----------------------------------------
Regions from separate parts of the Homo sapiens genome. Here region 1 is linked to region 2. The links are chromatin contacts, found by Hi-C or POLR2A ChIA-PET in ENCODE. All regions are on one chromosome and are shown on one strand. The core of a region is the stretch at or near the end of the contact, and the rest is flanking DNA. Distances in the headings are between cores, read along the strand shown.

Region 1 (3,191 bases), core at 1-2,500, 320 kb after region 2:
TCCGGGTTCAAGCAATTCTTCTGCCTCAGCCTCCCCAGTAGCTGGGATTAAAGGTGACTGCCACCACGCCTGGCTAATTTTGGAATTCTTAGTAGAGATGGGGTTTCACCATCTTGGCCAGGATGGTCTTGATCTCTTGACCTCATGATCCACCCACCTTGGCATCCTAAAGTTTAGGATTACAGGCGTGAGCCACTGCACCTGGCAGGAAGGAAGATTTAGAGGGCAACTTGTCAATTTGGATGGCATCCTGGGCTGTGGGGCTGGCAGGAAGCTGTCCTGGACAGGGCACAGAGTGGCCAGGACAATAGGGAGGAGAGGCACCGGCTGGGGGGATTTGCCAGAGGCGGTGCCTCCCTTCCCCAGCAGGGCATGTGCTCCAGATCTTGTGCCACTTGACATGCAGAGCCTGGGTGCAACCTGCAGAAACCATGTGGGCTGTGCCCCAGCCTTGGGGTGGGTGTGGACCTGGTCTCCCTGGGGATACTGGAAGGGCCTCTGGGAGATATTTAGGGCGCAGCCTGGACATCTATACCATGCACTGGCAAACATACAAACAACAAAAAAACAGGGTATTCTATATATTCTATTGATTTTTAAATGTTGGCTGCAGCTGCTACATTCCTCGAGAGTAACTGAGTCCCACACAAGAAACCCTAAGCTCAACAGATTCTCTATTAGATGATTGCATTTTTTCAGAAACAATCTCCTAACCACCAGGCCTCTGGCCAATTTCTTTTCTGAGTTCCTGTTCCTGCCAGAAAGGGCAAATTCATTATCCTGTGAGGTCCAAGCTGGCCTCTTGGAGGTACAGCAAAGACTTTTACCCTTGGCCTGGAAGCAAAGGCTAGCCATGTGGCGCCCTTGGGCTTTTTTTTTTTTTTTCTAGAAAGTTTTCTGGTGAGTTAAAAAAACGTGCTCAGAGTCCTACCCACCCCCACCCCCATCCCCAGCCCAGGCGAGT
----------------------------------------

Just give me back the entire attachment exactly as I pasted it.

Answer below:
Regions from separate parts of the Homo sapiens genome. Here region 1 is linked to region 2. The links are chromatin contacts, found by Hi-C or POLR2A ChIA-PET in ENCODE. All regions are on one chromosome and are shown on one strand. The core of a region is the stretch at or near the end of the contact, and the rest is flanking DNA. Distances in the headings are between cores, read along the strand shown.

Region 1 (3,191 bases), core at 1-2,500, 320 kb after region 2:
TCCGGGTTCAAGCAATTCTTCTGCCTCAGCCTCCCCAGTAGCTGGGATTAAAGGTGACTGCCACCACGCCTGGCTAATTTTGGAATTCTTAGTAGAGATGGGGTTTCACCATCTTGGCCAGGATGGTCTTGATCTCTTGACCTCATGATCCACCCACCTTGGCATCCTAAAGTTTAGGATTACAGGCGTGAGCCACTGCACCTGGCAGGAAGGAAGATTTAGAGGGCAACTTGTCAATTTGGATGGCATCCTGGGCTGTGGGGCTGGCAGGAAGCTGTCCTGGACAGGGCACAGAGTGGCCAGGACAATAGGGAGGAGAGGCACCGGCTGGGGGGATTTGCCAGAGGCGGTGCCTCCCTTCCCCAGCAGGGCATGTGCTCCAGATCTTGTGCCACTTGACATGCAGAGCCTGGGTGCAACCTGCAGAAACCATGTGGGCTGTGCCCCAGCCTTGGGGTGGGTGTGGACCTGGTCTCCCTGGGGATACTGGAAGGGCCTCTGGGAGATATTTAGGGCGCAGCCTGGACATCTATACCATGCACTGGCAAACATACAAACAACAAAAAAACAGGGTATTCTATATATTCTATTGATTTTTAAATGTTGGCTGCAGCTGCTACATTCCTCGAGAGTAACTGAGTCCCACACAAGAAACCCTAAGCTCAACAGATTCTCTATTAGATGATTGCATTTTTTCAGAAACAATCTCCTAACCACCAGGCCTCTGGCCAATTTCTTTTCTGAGTTCCTGTTCCTGCCAGAAAGGGCAAATTCATTATCCTGTGAGGTCCAAGCTGGCCTCTTGGAGGTACAGCAAAGACTTTTACCCTTGGCCTGGAAGCAAAGGCTAGCCATGTGGCGCCCTTGGGCTTTTTTTTTTTTTTTCTAGAAAGTTTTCTGGTGAGTTAAAAAAACGTGCTCAGAGTCCTACCCACCCCCACCCCCATCCCCAGCCCAGGCGAGT